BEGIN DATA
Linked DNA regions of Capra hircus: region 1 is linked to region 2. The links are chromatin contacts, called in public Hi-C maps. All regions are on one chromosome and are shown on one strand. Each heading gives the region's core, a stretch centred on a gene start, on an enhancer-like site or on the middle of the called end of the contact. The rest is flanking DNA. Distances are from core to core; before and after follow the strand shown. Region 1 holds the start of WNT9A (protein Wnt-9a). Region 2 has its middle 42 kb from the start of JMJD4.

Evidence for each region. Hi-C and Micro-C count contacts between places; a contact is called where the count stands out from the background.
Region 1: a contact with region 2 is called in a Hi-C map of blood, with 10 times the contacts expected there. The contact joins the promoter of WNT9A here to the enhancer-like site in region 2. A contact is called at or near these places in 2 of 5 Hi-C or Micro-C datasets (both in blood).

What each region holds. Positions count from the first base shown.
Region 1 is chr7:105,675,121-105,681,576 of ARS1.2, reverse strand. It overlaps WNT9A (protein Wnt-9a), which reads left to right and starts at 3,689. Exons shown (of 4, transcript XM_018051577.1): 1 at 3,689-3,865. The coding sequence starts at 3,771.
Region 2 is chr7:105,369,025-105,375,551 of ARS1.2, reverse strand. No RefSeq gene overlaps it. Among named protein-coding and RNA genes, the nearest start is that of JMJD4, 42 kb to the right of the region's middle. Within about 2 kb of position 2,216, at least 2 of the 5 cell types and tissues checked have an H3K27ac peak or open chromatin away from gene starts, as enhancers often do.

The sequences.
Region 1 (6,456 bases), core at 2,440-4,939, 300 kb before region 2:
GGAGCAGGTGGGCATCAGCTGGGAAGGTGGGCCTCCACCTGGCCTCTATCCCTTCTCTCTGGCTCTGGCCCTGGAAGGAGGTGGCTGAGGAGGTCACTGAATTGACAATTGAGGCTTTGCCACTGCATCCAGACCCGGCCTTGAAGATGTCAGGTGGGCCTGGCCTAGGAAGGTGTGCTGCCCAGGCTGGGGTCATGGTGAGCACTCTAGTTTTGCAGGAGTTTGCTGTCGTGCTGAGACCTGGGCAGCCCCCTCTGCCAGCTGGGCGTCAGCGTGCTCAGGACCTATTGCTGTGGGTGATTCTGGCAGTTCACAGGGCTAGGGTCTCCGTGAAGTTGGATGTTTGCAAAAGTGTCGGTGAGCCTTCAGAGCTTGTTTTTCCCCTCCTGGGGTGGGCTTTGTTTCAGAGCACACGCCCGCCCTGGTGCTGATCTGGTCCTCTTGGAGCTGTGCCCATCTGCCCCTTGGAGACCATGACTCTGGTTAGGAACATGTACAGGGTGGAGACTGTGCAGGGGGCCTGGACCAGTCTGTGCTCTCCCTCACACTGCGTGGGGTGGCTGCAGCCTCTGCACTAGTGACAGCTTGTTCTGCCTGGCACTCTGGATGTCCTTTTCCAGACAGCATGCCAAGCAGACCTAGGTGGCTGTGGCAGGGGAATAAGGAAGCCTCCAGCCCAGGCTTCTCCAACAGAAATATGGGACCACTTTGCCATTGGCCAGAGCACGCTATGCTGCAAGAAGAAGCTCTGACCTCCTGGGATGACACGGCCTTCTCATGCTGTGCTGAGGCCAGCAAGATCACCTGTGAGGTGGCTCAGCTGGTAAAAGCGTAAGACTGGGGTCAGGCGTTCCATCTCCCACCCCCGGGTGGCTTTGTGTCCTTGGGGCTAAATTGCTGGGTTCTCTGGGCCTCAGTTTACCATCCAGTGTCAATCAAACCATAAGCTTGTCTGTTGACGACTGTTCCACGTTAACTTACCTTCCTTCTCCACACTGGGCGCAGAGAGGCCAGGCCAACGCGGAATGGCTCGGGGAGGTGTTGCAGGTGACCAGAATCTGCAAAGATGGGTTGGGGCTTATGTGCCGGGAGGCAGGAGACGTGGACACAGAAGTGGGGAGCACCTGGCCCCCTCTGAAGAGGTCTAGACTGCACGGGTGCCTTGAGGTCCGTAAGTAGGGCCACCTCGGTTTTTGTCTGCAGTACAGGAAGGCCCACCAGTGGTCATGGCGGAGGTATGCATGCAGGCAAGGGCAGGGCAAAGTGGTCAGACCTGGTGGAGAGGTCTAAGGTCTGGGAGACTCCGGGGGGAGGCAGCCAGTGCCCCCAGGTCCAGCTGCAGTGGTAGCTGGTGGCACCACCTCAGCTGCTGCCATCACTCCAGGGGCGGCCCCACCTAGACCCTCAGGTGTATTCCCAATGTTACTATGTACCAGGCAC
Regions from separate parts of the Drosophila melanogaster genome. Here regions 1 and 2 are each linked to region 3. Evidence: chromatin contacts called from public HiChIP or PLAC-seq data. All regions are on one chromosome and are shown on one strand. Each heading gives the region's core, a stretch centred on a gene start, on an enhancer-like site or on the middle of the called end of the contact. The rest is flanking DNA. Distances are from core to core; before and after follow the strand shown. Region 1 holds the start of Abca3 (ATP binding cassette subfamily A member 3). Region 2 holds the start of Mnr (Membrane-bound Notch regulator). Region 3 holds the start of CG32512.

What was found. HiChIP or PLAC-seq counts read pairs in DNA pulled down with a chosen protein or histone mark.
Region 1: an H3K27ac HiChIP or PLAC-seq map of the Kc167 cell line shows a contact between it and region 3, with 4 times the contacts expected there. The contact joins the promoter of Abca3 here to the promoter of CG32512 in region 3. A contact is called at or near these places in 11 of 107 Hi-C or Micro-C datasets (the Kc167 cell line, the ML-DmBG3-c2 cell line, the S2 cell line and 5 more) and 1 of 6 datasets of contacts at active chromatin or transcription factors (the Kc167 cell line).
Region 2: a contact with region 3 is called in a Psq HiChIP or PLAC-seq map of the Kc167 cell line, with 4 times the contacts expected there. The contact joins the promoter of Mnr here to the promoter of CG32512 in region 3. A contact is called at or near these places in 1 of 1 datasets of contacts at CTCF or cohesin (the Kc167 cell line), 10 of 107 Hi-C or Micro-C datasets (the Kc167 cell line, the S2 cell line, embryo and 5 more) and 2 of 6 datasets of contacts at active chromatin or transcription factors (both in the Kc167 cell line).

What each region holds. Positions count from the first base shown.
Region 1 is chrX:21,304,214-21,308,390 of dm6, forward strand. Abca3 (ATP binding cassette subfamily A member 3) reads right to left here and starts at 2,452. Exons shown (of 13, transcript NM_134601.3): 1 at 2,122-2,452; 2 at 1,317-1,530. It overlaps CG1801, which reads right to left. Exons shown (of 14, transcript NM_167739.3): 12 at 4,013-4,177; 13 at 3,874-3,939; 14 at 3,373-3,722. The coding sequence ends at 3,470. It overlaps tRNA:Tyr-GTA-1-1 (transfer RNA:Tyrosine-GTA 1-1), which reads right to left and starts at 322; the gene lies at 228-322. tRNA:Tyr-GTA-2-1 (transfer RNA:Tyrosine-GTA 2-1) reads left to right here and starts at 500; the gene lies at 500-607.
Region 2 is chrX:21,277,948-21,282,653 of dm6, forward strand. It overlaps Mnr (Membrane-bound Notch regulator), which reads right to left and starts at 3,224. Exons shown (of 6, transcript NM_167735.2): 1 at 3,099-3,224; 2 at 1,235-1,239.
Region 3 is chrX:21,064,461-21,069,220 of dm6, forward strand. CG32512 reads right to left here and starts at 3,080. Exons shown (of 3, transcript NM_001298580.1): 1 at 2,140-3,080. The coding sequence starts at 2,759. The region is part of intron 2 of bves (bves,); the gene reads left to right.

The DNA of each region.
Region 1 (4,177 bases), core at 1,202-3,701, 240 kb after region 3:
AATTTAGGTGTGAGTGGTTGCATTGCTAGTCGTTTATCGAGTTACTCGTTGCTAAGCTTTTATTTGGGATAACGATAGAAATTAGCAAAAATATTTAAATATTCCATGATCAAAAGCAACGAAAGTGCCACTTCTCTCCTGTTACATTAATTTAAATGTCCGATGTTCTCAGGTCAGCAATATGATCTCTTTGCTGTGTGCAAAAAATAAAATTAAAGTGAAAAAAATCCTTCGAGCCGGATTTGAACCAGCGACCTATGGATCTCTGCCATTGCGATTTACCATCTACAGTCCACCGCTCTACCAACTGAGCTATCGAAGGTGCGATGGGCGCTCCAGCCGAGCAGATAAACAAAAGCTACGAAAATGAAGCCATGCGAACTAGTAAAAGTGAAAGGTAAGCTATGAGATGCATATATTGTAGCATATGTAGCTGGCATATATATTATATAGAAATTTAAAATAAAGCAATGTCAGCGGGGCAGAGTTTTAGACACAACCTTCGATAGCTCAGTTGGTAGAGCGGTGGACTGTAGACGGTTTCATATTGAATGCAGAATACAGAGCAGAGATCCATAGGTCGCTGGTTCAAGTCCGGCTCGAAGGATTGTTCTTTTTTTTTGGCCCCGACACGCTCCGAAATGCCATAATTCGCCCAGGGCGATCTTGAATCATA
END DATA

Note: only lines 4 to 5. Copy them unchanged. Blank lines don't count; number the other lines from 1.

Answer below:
What each region holds. Positions count from the first base shown.
Region 1 is chr7:105,675,121-105,681,576 of ARS1.2, reverse strand. It overlaps WNT9A (protein Wnt-9a), which reads left to right and starts at 3,689. Exons shown (of 4, transcript XM_018051577.1): 1 at 3,689-3,865. The coding sequence starts at 3,771.